Rep. Ilhan Omar retweets a post blasting Meghan McCain for her 'faux outrage' on Israel comments
President Trump wasted no time Friday in attacking Democrats for their refusal to condemn Rep. Ilhan Omar, D-Minn., for her anti-Semitic comments when the House passed a resolution condemning a broad range of bigotry.
The president clearly sees an opening to pick up votes of Jews – and non-Jews who support them and Israel – by portraying Republicans as their true friends. And the opening is indeed there.
By failing to specifically condemn Omar in the resolution and by failing to remove her from the House Foreign Affairs Committee, Democrats have not fulfilled their responsibility to take an unequivocal and tangible step to right Omar’s anti-Semitic wrong.
As a result, Democrats risk permanently fracturing their party. And they risk increasing President Trump’s chances of re-election and Republican chances of recapturing majority control of the House in the 2020 elections.
Support for Israel and opposition to anti-Semitism have long been bedrock positions of Democratic elected officials and candidates. But sadly, that support is eroding among far-left Democrats.
“The Democrats have become an anti-Israel party,” President Trump told reporters at the White House. “They’ve become an anti-Jewish party, and that’s too bad.”
That’s clearly an exaggeration by the president as he aims to erode what has traditionally been strong Jewish support for Democratic candidates.
“I thought yesterday’s vote by the House was disgraceful,” Trump said, referring to the resolution passed on a 407-23 vote by the House that was originally crafted to condemn anti-Semitism in reaction to comments by Omar.
House Democratic leaders reworked the resolution before it came to a vote to also condemn prejudice against other groups. But the resolution doesn’t mention Omar or her anti-Jewish and anti-Israel comments that prompted the measure.
Omar issued her latest anti-Semitic attack last week, claiming that American supporters of Israel perniciously “push allegiance to a foreign country.”
Regrettably, Omar’s latest comments are not new. They echo ones she made earlier last month trotting out an obvious anti-Semitic trope in which she suggested that Jewish interests buy off American politicians to increase support for Israel.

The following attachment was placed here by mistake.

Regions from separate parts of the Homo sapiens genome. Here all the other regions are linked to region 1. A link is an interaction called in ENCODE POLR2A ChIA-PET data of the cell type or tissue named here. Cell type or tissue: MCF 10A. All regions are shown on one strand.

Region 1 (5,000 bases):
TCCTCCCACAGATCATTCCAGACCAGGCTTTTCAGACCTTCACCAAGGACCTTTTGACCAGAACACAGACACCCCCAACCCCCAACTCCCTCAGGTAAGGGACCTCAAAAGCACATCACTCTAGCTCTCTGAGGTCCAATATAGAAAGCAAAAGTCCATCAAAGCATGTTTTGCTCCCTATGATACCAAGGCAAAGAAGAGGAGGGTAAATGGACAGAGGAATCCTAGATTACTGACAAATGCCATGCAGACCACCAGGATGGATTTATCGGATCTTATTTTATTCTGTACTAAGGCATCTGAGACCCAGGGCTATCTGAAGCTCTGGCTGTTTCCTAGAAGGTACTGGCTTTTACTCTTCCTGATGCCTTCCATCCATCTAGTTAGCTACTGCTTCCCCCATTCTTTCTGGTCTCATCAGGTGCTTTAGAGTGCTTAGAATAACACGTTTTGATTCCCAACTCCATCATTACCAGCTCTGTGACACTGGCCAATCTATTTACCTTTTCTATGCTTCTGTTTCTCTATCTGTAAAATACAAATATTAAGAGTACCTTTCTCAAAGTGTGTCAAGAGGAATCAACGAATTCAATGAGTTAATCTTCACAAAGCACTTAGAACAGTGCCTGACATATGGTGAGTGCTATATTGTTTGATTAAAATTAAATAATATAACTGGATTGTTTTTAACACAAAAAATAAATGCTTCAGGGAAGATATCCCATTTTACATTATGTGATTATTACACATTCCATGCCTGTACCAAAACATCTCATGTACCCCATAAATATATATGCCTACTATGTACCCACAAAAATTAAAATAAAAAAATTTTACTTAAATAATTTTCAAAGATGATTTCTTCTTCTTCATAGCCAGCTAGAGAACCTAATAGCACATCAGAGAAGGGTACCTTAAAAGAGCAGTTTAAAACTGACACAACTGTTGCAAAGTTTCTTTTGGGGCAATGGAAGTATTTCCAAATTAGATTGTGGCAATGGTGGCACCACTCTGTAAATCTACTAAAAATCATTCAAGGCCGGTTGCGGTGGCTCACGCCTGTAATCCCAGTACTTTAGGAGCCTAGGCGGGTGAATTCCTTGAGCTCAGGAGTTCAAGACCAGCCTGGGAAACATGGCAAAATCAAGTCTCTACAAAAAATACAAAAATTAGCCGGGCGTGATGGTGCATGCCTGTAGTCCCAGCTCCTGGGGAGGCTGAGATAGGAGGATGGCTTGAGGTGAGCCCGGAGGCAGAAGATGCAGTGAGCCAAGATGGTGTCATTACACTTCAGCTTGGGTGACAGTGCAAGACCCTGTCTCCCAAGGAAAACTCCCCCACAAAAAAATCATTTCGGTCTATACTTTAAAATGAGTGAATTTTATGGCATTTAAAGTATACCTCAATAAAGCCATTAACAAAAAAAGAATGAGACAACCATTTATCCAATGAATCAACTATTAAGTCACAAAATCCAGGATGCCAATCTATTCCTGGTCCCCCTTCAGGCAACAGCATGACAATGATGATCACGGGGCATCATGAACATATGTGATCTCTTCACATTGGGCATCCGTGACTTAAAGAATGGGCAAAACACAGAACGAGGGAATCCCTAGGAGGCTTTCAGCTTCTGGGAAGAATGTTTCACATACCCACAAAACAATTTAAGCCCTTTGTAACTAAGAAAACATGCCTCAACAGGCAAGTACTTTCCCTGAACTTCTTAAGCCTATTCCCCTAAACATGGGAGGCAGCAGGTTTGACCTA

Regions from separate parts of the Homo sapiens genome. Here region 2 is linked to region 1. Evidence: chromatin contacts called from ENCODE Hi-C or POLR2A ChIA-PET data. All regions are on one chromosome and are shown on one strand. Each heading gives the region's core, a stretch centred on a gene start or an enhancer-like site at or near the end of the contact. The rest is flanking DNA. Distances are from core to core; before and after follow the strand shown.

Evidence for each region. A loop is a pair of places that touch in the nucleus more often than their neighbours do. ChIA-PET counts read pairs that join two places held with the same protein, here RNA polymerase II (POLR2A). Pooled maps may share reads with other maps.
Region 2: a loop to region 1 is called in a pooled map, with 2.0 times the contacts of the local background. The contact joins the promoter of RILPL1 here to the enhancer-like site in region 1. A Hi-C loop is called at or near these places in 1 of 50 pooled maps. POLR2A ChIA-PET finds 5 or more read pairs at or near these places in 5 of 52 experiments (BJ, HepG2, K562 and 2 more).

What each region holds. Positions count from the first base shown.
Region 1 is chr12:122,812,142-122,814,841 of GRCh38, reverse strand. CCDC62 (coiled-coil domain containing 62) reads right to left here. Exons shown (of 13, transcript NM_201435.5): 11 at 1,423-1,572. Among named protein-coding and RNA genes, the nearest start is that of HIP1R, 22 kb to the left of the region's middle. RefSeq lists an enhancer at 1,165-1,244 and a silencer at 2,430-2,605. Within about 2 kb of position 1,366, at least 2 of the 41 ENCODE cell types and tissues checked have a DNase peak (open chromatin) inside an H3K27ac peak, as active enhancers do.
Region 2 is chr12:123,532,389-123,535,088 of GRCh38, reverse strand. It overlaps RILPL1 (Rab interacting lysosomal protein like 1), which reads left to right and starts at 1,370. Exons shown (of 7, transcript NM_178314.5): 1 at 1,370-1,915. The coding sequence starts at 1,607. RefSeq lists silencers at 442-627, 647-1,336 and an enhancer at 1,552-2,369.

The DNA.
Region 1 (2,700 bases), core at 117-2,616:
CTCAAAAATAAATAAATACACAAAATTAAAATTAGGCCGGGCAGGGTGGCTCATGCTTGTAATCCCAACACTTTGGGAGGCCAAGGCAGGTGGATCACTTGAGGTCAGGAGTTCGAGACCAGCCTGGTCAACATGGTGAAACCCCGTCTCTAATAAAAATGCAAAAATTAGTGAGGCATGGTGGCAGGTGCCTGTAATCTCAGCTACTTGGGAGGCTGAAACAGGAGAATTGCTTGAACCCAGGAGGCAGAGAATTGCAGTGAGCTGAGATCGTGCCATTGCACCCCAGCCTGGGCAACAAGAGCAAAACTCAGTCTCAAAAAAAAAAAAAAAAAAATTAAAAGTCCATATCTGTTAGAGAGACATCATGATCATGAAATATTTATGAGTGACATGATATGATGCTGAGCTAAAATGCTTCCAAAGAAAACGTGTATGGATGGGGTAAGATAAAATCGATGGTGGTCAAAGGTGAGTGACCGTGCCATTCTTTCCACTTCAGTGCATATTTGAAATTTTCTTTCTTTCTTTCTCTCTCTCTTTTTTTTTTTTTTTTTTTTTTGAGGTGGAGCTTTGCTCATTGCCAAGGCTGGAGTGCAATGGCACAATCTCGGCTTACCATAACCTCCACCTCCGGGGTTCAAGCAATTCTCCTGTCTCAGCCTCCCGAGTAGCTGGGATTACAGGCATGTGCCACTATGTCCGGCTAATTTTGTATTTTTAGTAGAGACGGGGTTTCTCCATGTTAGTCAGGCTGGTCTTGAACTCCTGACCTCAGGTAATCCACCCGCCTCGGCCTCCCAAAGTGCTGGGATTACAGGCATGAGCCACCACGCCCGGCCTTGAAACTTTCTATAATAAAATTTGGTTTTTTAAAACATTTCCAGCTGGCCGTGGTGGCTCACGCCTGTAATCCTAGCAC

And back in 2012 Omar tweeted: “Israel has hypnotized the world; may Allah awaken the people and help them see the evil doings of Israel.” Omar kept the tweet up throughout her 2018 House campaign and even after she was sworn into office, only deleting it just a few weeks ago without comment.
Given these developments, I’m afraid we are beyond the point of simply suggesting Omar’s anti-Semitic remarks and apparent beliefs are unbecoming for a member of Congress and deserve condemnation.
Sufficiently responding to Omar’s rhetoric requires more than a symbolic floor vote and absolutely demands her removal from the House Foreign Affairs Committee, which exercises oversight of U.S. relations with countries around the world – including Israel. Bills dealing with U.S. aid to Israel fall under the committee’s jurisdiction.
The deep division within the Democratic Party over this issue could not be more apparent than through the painstaking process needed to arrive at the language for the anti-hate resolution approved in the House.
I support the full-text of the final resolution. The measure not only emphasizes the issue raised by Omar – anti-Semitism and its shameful rise in modern America – but also condemns anti-Muslim bigotry and points out the insidiousness of historic accusations of dual loyalty against Jews, Muslims and Catholics.
However, the process by which House Democrats arrived at this final text reveals the deep and seemingly intractable divide that exists between the progressive-socialist and liberal-moderate wings of the party.
Specifically, it is deeply troubling that a previous resolution, which simply condemned anti-Semitism in no uncertain terms, was considered unacceptably controversial by the left-most factions within the Democratic Party.
Further, Rep. Alexandria Ocasio-Cortez, D-N.Y. inserted herself in the middle of Omar’s controversial remarks, unnecessarily elevating this issue, revealing party division, and even missing the mark on substance.
Ocasio-Cortez – a self-described socialist who attracts an extraordinary amount of media attention for a freshman – argued on Twitter that Omar should not receive a reprimand because Republican members of Congress have made biased comments of their own in the past without receiving condemnation.
In this case, it seems Ocasio-Cortez would rather discard former first lady Michelle Obama’s beatifically succinct strategy of “when they go low, we go high” and turn the focus toward Republicans instead of reckoning with the bitter anti-Semitism among some in her own party.
Turning to the serious electoral impact of Omar’s latest remarks, the growing momentum against Israel led by her and Ocasio-Cortez will have serious consequences for the Democratic Party – particularly because of their prominent and vexing national profiles.
After taking majority control of the House in January, Democrats must prove to voters that they can lead the nation forward and deserve to keep control of the House, win control of the Senate and take back the White House in the 2020 elections.
But unfortunately, Omar and Ocasio-Cortez are pushing the Democratic Party to the fringes and taking up arguably the same style of discriminatory rhetoric that they have long argued President Trump uses for political gain.
Democrats must clean house on this inexcusable anti-Semitic rhetoric if they would like to truly unite Americans of all backgrounds and faiths, reject the politics of division, and have any chance of unseating President Trump next year.
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